By User12601034-Oracle on Mar 02, 2015
As part of my day job, I've been doing some work on mentoring programs and best practices around mentoring. A disturbing theme that I'm seeing in my research is that mentoring is viewed as something for those people on their way out - that is, if you have a mentor, you're obviously not doing very well in your current position. I'd like to take that idea and throw it out the window!!
Think back to 7th Century BC...Thales, one of the 7 ancient sages, founded a school of philosophy to share knowledge. Every philosopher that came after Thales learned from the ones who came before. Fast forward 1500 years to the Middle Ages, and you have apprentices who are learning and perfecting skills taught by master craftsmen. Fast forward to today - we have apprentices who work under a master in a skilled trade; we have Masters students who study for a Doctorate under the supervision of an "expert;" we even have television programs where musicians are being mentored by current stars. In all sorts of fields throughout history, people learn from those with more knowledge. But we're suppose to look down on that in the business world? Inconceivable!! (to steal a line from The Princess Bride)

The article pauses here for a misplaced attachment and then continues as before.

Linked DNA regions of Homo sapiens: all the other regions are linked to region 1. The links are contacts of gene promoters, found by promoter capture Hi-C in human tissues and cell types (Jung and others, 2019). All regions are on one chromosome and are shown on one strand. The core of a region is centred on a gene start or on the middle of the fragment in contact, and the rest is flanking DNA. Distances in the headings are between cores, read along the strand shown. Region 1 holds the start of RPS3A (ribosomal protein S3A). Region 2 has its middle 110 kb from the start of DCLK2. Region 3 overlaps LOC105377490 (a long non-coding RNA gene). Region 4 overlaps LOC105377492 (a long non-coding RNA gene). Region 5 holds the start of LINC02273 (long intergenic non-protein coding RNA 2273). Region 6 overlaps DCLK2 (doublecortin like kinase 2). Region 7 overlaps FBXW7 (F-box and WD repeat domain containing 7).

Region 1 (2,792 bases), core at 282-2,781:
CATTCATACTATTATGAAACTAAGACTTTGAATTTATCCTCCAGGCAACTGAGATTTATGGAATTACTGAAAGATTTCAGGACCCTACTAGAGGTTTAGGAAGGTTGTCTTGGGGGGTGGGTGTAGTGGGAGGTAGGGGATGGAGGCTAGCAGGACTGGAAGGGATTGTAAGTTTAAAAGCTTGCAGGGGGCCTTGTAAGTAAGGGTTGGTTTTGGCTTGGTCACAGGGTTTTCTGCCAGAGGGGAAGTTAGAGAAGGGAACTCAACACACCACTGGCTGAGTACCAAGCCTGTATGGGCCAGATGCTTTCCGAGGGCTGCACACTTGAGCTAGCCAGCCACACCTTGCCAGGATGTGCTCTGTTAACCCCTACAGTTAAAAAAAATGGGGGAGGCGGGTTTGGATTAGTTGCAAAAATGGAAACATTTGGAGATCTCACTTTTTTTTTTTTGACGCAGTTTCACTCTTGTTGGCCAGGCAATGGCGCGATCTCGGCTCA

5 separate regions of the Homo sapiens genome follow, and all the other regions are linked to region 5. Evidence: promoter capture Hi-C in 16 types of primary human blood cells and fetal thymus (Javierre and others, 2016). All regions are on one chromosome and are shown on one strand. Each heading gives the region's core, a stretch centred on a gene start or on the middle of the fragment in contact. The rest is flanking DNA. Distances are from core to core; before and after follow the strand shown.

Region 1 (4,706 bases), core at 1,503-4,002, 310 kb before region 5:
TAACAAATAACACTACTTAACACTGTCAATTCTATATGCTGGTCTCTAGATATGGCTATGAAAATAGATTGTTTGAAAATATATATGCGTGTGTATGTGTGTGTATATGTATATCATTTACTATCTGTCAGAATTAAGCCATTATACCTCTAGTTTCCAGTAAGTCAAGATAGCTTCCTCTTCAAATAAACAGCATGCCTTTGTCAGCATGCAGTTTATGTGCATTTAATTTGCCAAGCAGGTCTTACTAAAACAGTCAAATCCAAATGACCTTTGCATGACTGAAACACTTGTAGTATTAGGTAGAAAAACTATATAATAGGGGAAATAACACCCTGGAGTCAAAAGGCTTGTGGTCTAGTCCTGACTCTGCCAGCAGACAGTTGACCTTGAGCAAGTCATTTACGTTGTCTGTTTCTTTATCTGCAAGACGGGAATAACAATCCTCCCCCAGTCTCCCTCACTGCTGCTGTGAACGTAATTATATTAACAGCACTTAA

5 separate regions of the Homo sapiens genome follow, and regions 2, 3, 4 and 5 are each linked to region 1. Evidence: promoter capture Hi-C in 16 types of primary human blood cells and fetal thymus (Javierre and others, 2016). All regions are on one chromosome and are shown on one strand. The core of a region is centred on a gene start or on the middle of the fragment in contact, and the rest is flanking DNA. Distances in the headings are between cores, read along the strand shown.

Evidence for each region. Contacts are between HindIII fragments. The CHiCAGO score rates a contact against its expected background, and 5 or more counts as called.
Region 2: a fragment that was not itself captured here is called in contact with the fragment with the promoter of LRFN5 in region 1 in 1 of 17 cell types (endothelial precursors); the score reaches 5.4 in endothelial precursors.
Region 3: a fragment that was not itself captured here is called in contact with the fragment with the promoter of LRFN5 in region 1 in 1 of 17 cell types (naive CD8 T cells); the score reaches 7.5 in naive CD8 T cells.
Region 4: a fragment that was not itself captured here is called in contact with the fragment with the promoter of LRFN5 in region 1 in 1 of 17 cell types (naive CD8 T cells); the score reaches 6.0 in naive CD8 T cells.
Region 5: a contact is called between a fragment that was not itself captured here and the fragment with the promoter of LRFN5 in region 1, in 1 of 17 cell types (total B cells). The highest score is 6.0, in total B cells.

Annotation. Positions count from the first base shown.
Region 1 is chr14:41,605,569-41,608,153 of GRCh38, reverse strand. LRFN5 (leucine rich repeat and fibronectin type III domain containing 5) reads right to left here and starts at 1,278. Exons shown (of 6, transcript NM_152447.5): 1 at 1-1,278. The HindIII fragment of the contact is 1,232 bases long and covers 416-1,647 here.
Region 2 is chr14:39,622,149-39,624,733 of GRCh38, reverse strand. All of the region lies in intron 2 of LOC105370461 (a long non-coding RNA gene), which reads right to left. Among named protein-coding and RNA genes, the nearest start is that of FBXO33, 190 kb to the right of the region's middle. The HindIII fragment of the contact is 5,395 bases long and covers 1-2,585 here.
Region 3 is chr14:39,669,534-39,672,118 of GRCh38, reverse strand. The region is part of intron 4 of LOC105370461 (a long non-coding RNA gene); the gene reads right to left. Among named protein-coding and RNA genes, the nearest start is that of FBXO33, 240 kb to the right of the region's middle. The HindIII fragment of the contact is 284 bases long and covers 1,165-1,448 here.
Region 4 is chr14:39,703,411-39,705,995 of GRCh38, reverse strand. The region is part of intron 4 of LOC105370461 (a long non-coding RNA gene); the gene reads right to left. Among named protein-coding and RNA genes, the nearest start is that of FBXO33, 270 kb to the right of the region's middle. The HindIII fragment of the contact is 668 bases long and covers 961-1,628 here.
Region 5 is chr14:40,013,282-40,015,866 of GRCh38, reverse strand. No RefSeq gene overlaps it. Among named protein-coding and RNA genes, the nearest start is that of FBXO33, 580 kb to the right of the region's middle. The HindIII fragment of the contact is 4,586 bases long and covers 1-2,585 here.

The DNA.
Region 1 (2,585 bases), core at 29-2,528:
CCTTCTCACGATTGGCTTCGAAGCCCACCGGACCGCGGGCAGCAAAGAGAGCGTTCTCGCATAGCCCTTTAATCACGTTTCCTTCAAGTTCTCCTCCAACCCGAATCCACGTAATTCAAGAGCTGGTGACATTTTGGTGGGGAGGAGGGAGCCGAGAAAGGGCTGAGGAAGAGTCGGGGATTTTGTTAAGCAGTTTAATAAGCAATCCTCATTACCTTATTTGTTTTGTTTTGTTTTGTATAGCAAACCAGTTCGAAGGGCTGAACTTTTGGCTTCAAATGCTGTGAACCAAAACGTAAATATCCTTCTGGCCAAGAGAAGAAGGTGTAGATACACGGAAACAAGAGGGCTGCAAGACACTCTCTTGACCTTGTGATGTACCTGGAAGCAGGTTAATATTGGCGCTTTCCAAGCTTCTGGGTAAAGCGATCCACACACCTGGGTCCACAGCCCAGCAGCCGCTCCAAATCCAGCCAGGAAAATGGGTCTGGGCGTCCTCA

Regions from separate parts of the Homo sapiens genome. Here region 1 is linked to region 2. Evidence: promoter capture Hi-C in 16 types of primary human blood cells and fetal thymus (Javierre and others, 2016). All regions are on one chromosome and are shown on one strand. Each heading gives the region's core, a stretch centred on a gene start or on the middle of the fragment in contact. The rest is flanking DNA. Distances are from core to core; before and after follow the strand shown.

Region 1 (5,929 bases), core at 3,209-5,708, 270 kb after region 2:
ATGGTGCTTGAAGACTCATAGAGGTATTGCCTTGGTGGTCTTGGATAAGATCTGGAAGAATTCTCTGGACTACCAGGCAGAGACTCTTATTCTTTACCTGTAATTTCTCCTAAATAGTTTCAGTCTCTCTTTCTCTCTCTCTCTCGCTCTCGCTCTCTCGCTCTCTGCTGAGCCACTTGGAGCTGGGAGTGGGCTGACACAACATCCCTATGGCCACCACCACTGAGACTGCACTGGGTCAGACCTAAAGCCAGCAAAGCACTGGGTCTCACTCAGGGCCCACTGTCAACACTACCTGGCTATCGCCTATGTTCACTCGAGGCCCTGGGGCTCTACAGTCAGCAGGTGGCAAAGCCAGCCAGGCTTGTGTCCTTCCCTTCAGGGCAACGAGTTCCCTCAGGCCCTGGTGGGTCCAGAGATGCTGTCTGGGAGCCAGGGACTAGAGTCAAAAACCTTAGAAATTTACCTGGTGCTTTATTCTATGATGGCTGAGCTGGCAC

If you are a mentor, you have one of the most important jobs around. You need to have a wealth of self-awareness and understanding about what makes you successful, and then you have to be able to share that with your mentee in a way that they can internalize and apply to their own development. You have to dig in and push someone beyond their comfort zone because you are the person who is helping someone else define their future and take appropriate steps to reach those goals. That is no small task!
If you are being mentored, you know that learning from someone who has been in your position or is in a position you would like one day is the best way to explore that experience...without actually going through the experience. A person being mentored has basically stood up and said "I want to be the best that I can be" and has found people to help him or her achieve that best and is willing to take on the difficult work of self-reflection and achieving goals to become their best. This is not not the behavior of a person headed out the door - this is the awareness and actions of someone that you want on your teams!
You may not ever follow someone down moguls or terrain parks while skiing, but if you have the drive to help others as a mentor and/or the desire to achieve your best by being mentored, the resulting relationship will set both of you up for success no matter what path you choose.